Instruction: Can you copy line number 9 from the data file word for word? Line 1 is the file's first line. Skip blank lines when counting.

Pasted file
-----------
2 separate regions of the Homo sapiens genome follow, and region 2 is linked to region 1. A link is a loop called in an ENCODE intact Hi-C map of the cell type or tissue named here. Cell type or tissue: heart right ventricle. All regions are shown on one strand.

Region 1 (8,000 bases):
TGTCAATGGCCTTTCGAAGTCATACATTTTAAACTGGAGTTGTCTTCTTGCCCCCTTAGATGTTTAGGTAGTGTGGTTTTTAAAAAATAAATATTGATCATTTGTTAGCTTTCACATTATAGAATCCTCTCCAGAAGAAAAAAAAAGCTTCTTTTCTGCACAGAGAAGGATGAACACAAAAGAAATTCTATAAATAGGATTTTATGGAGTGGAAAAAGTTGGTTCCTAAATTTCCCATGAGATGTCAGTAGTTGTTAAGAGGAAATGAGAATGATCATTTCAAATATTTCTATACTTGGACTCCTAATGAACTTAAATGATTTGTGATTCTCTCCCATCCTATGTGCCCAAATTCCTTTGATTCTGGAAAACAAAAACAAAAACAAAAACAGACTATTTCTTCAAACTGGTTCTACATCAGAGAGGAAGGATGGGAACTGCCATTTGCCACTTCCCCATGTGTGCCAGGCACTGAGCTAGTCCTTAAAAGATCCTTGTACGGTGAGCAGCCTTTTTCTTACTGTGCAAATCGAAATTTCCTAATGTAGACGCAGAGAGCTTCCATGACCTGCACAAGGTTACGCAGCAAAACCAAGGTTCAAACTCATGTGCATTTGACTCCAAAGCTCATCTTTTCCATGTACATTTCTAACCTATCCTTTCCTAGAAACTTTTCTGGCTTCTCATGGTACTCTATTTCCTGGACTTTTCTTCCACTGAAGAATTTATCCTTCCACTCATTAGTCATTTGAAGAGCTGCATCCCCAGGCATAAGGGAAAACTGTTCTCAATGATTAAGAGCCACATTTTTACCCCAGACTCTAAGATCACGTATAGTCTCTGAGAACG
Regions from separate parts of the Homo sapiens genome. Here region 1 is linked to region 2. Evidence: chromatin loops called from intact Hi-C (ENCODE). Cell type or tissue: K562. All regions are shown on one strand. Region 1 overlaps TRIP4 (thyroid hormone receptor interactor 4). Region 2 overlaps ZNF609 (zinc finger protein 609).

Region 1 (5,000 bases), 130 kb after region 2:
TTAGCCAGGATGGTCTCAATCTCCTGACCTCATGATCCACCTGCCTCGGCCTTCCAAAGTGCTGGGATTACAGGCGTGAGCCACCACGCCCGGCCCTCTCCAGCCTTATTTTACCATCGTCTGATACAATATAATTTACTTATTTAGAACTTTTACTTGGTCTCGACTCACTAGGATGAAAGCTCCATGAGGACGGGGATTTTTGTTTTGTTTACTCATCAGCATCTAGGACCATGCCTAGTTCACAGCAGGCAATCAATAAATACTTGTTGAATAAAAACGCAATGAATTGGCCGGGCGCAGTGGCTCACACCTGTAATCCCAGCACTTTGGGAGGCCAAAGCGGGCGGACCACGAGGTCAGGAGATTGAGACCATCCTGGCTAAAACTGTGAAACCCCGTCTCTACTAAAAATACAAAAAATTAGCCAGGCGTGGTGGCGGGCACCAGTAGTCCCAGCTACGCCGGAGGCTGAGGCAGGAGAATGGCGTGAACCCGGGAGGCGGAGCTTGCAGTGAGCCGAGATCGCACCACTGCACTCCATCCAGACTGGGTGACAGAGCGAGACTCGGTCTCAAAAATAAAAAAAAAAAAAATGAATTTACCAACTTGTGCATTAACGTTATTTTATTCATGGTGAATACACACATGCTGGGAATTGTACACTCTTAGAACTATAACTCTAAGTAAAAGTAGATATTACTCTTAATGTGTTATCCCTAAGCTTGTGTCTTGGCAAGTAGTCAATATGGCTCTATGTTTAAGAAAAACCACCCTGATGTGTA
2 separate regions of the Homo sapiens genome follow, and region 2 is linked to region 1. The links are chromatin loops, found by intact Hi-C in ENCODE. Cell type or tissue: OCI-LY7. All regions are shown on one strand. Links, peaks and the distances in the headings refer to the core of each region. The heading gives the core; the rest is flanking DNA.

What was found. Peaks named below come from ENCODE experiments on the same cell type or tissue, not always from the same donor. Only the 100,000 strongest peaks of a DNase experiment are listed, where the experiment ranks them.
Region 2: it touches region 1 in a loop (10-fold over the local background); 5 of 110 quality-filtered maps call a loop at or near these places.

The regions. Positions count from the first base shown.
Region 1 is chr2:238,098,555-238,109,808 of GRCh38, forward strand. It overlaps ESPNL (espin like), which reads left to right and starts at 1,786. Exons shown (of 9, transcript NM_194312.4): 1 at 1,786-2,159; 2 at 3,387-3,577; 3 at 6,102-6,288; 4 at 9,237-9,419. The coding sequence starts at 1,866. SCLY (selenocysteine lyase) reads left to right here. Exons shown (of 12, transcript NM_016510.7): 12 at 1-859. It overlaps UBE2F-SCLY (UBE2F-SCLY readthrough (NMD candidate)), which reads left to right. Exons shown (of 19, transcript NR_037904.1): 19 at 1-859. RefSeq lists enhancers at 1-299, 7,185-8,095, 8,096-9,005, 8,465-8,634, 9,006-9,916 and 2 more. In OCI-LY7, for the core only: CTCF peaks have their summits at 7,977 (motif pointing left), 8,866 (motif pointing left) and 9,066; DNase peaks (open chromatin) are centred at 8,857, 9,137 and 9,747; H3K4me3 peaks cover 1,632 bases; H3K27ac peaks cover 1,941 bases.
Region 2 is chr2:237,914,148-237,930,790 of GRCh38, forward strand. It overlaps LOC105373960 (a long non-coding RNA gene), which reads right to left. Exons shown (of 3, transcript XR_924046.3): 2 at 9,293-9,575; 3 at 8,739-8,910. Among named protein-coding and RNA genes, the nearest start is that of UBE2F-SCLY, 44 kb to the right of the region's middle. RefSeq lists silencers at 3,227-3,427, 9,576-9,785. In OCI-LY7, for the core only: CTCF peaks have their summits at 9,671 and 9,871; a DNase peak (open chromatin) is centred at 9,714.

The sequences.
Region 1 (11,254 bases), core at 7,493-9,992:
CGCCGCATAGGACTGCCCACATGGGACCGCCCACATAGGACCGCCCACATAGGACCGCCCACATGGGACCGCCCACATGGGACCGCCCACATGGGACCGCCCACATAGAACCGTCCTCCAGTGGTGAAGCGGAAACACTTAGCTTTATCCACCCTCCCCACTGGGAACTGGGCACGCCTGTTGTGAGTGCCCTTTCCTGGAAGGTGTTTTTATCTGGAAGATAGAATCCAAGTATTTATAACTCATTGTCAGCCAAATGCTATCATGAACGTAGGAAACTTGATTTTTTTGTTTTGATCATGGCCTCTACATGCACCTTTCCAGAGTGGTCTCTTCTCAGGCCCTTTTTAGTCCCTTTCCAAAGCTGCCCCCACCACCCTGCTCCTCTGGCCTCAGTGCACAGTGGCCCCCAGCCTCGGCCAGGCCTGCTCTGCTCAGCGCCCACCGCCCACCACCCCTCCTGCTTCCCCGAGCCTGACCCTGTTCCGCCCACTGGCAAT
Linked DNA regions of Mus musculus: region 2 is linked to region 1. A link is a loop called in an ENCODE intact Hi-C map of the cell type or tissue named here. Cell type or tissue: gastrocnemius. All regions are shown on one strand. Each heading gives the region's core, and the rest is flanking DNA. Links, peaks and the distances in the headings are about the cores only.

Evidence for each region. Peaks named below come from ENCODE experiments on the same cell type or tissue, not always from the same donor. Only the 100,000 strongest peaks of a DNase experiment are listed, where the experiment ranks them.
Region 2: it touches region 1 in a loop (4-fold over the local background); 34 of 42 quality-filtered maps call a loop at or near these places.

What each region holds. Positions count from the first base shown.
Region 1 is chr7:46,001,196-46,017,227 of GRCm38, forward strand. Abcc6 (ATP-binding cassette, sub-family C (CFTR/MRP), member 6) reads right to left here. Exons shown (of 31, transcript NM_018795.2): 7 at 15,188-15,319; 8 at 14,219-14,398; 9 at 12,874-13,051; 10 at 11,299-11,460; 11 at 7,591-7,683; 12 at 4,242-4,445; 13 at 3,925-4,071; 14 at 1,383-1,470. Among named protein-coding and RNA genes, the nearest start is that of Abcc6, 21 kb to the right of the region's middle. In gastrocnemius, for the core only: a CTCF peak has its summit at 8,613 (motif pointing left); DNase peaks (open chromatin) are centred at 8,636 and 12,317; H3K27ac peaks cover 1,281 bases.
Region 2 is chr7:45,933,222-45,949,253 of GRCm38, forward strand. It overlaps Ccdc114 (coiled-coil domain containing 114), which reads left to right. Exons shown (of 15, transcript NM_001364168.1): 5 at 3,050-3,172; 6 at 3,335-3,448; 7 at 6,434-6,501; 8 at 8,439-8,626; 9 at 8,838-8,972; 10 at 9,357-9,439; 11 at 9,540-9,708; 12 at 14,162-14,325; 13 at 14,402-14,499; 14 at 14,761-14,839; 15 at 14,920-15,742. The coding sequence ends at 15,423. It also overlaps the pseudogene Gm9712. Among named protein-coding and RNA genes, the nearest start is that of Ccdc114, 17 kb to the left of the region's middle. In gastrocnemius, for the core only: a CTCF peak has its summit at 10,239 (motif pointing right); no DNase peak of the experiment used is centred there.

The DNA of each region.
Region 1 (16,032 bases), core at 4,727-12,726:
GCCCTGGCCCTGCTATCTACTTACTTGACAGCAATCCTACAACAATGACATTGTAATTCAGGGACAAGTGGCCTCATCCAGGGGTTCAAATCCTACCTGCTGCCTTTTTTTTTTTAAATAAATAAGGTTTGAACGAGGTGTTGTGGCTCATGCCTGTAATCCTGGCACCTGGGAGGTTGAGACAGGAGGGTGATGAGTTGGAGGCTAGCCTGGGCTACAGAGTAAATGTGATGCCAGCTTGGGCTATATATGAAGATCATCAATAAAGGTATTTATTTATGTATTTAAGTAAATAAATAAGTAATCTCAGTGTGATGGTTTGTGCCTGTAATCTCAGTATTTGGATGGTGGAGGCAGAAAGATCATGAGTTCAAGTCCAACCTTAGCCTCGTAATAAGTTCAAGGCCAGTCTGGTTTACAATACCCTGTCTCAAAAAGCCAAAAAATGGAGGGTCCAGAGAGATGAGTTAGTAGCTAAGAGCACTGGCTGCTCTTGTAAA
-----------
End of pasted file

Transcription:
Region 2: it touches region 1 in a loop (10-fold over the local background); 5 of 110 quality-filtered maps call a loop at or near these places.